We also need this information so we can estimate the size of the work ahead. Not the time it takes to develop it, it’s different for each developer, so it’s impossible to say; but the number of things we have to do and how big they are. No matter who does it, it’s the same code we have to write. It is a pretty big difference between writing a comma separated file and creating a database with normalized tables, indexes, and relations.

Read more about story points and how they work
Read more about how you do the estimate

Now we have enough information that the next step in the process has something to work with.

What the checklist reminds us ofThe Scrum process
Make sure no stories is forgotten.Add them to the backlog.
Make sure the stories that is most important is done first.Sort the backlog.
Create the design and architecture for each story.Design the architecture, choose technology, and add it to the story.
Make sure the design is finished and everybody understands it.Review the story in the refinement until everyone understands it.
Let the stakeholders know how big a user story is and what to expect.Add information so sprint planning can avoid overtime.Estimate the size of the story using storypoints.

Sprint planning

Adding stories to the sprint

The next step in the checklist is the part where we move from thinking about what to do, to more about how to do it. First of all, we recognize that we can’t do everything at once. We have to focus. And to do that, we need time to focus. You know the story points we estimated in the previous steps? Let’s put them to work. Assuming we already have done a few sprints with story points, we have the current velocity of the team.

That means that you know, by experience, roughly how many points we can manage. It’s not a guess, it’s actual facts. We actually have done that many story points before. It stands to reason that we will do that this sprint too. There is no point in pulling in more storypoints than this, that is, if we don’t plan to work overtime.

Making code form the design

Now it’s time to think of how to code the story.

Compare with this. The user story is to serve our guests a delicious meal. The architecture that we decide on is the same as choosing what we’re going to cook. Is it Coq au vin, Fish and Chips or maybe Roast beef?

Before we can start cooking, we have to decide what ingredients we need, how to cook it, what spices we want and so on.

This is what we do when we create the tasks. We identify each component we need to build.

Guestimate time left until we’re finished

When we are done describing the task, we have a pretty good idea of how long it will take to complete it. We add that as “time left” in the story card. Since we’re on such a detailed level, we can estimate in hours.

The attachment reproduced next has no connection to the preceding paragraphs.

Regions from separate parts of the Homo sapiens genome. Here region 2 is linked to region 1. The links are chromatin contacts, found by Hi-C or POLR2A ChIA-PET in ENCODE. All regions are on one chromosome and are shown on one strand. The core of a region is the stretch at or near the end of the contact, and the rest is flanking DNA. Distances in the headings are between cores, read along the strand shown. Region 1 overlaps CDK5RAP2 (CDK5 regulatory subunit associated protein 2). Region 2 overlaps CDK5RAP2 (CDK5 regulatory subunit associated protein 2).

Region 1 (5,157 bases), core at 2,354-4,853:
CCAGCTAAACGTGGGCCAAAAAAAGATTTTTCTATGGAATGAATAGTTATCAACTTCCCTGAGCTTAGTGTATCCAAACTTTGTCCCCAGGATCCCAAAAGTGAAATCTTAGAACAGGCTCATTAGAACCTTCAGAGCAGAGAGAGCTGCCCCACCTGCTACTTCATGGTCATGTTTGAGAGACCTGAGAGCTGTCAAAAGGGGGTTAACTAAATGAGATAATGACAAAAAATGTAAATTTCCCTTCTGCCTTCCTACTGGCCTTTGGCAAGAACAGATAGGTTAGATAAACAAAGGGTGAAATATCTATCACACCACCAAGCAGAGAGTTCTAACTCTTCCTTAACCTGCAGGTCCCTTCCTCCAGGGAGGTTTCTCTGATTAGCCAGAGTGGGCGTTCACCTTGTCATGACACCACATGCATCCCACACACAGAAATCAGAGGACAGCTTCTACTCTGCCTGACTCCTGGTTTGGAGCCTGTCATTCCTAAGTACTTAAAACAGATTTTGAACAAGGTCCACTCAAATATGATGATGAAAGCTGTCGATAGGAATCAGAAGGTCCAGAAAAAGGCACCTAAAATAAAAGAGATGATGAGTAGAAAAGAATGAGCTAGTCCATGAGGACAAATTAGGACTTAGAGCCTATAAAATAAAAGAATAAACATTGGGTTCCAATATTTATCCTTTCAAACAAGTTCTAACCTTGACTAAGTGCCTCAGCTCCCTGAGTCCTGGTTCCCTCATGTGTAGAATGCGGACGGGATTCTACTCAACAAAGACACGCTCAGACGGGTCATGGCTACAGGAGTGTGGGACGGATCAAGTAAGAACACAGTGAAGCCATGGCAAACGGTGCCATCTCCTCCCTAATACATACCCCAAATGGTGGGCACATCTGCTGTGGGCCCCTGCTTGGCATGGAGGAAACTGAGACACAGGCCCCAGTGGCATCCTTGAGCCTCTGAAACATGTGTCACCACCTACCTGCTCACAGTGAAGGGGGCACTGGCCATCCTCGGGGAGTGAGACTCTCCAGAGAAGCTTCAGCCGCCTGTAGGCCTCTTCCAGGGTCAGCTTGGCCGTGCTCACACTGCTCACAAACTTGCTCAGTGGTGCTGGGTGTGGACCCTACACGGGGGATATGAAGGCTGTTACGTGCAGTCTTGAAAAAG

And just like story points, we will need the time estimate in the following part of the process.

What the checklist reminds us ofThe Scrum process
Only plan to do what is possible to finish within the sprint.Look at the velocity from previous sprints. The sum of the stories we drag into the sprint should never exceed that level.
Decide how we are going to solve the design in technical terms.Create tasks that describes what technical solution we choose to realize the design.
Set up a warning system so we can get an early warning when there are problems.Put a time estimate on each task.

The sprint


As you surely know, if you’ve heard anything about Scrum at all, we always start the day with a daily standup. Everyone answers these three questions.

  1. What am I finished with? Or am I still working on it?
  2. What will I do today? What new task will I tackle?
  3. Do I have any problems that have and impact on the team, or simply that I can’t solve by myself?

We do this to make sure we act as a team and not as a bunch of headless chickens. This is the time to coordinate. Where do we stand in the project, what do we have left? And the third question is all about solving the unknowns that we discover about the story now that we are in the middle of coding, things that we didn’t find during refinement and sprint planning. Whenever we scratch the surface of a task, we will find new things that has to be addressed on a team level.

Maintaining the sprint backlog

Then we have the sprint backlog. It is a tool that will give us a good overview of the progress. With no, or at least small effort, we can see what is done, what is being worked on and what is left. It helps the team to know what someone is working on and what is up for grabs. No risk of two people working on the same thing.